Politics: Watch the NATO tank competition where the US lost to Austria and Germany



A tank platoon assigned to 1st Battalion, 66th Armor Regiment, 3rd Armored Brigade Combat Team, 4th Infantry Division at the Strong Europe Tank Challenge on May 10.

"This is a competition, but it's not really about the competition… It's really about training, partnership, esprit de corps and interoperability."

For the second year in a row, a US armored brigade competed in the Strong Europe Tank Challenge against a range of European partners — and lost.

Austria, which didn't participate last year, took gold, while Germany came in second. The US came in third, but given the purpose of the challenge, that's nothing to be ashamed of.

"This is a competition, but it's not really about the competition," Sgt. Maj. David Glenn, 7th Army Training Command's operations senior noncommissioned officer, said in a US Army statement. "It's really about training, partnership, esprit de corps, and interoperability."

Because of Russia's invasion of Ukraine — one of the participating states — the competition takes on an air of seriousness beyond a medal or ranking. Russian forces in eastern Europe outnumber deployed NATO forces in the region, and the US has sought to bolster the smaller European states with ground forces and even F-35s.

See how the NATO and the Ukraine push themselves to stand ready against the looming threat of Russia:

Here's the Austrian Leopard 2A4 tank that ended up taking gold.

Crew: 4 soldiers

Armament: 120 mm smoothbore, 2x 7.62 mm

Speed: 45 mph

Range: 310 miles

Length: 32 feet

Weight: 62.5 tons

Here's the German tank that competed, the Leopard 2A6

Crew: 4 soldiers

Armament: 120 mm smoothbore, 2x 7.62 mm

Speed: 42 mph

Range: 310 miles

Length: 36 feet

Weight: 62 tons

Poland brought the Leopard 2A5

Crew: 4 soldiers

Armament: 120 mm smoothbore, 2x 7.62 mm

Speed: 45 mph

Range: 310 miles

Length: 32 feet

Weight: 62.5 tons

France brought their domestically built Leclerc tank

Crew: 3 soldiers

Armament: 120 mm smoothbore, 1 x 12.7 mm, 1 x 7.62 mm

Speed: 45 mph

Range: 340 miles

Length: 32 feet

Weight: 57 tons

Ukraine brought the only soviet-designed tank, the T-64BM, an update of a much older model that lacks some of NATO's newer technology, but makes up for that by being battle hardened. Ukraine's T-64BM boasts a bigger main gun to pierce modern tank armor, and is the only tank at the competition that brought along explosive reactive armor plating, as it's regularly used against Russian separatists.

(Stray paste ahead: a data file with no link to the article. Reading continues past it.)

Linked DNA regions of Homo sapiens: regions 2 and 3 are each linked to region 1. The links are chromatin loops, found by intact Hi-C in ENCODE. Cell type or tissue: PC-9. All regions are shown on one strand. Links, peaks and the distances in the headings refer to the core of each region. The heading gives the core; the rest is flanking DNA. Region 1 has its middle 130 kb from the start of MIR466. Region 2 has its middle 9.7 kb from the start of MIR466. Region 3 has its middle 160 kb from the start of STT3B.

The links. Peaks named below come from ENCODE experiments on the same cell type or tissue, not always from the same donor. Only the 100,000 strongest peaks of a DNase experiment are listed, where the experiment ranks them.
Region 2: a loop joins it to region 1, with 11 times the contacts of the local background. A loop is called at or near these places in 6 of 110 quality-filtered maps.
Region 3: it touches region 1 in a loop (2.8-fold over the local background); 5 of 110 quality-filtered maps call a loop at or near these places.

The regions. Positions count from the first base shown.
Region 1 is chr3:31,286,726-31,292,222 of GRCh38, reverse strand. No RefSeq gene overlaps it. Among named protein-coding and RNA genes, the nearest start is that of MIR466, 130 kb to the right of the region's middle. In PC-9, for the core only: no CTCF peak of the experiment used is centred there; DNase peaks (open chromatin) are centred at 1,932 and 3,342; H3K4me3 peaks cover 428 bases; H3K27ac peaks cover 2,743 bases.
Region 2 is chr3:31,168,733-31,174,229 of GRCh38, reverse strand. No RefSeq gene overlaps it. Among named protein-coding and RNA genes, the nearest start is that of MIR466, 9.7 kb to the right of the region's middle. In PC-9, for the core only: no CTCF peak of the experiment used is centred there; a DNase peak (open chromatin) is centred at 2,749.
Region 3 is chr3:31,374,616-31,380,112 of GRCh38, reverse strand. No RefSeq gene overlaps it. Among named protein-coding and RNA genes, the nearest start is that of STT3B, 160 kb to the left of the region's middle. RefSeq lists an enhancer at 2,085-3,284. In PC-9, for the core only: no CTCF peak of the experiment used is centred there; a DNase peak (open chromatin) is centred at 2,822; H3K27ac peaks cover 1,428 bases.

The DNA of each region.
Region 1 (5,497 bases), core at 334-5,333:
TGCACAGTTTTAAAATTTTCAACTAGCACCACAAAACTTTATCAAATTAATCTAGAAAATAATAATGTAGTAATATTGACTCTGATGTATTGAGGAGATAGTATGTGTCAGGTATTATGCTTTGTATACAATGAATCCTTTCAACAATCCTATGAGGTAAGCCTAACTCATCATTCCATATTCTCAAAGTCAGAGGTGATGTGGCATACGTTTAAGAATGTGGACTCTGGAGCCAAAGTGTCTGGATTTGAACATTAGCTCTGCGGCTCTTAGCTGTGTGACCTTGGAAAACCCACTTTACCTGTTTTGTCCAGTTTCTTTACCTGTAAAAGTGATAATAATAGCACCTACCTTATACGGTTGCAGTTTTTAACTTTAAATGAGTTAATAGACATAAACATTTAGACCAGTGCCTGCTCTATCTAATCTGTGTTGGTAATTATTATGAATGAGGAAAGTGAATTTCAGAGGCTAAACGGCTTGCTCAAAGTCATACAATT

Crew: 3 soldiers

Armament: 125 mm smoothbore, 1 x 12.7 mm, 1 x 7.62 mm

Speed: 37 mph

Range: 310 miles

Length: 30 feet

Weight: 45 tons

Then there's the US's standby, the M1A2 Abrams. The Abrams was originally designed in the 1970s and has had some roaring successes in battle, but the competition has been catching up for some time now.

Crew: 4 soldiers

Armament: 120 mm smoothbore, 12.7 mm, 2x 7.62 mm

Speed: 41/25 mph on road / off road

Range: 240 miles

Length: 32 feet

Weight: 62 tons

Like any good military competition, there was an obstacle course.

But this is the "tank Olympics," so soldiers had to carry heavy tank rounds and ammo around a course.

Crewmembers had to dismount their tanks to engage several targets during the combat pistol shoot off at Grafenwoerhr Training Area.

And then the tanks faced off in an obstacle course of their own, though they seemed less concerned about the obstacles.

Here's Ukraine's battle-tested tank sounding off at the range.

But it's not all shooting — they train for realistic battle scenarios, like having to repair a tank tread …

… or taking care of the wounded — in this case, dummies.

In a way, everyone won because NATO and the Ukraine improved their interoperability and ability to defeat or deter Russian aggression. But in a more precise way, Austria won. Germany came in second, and the US was third. Better luck next year.



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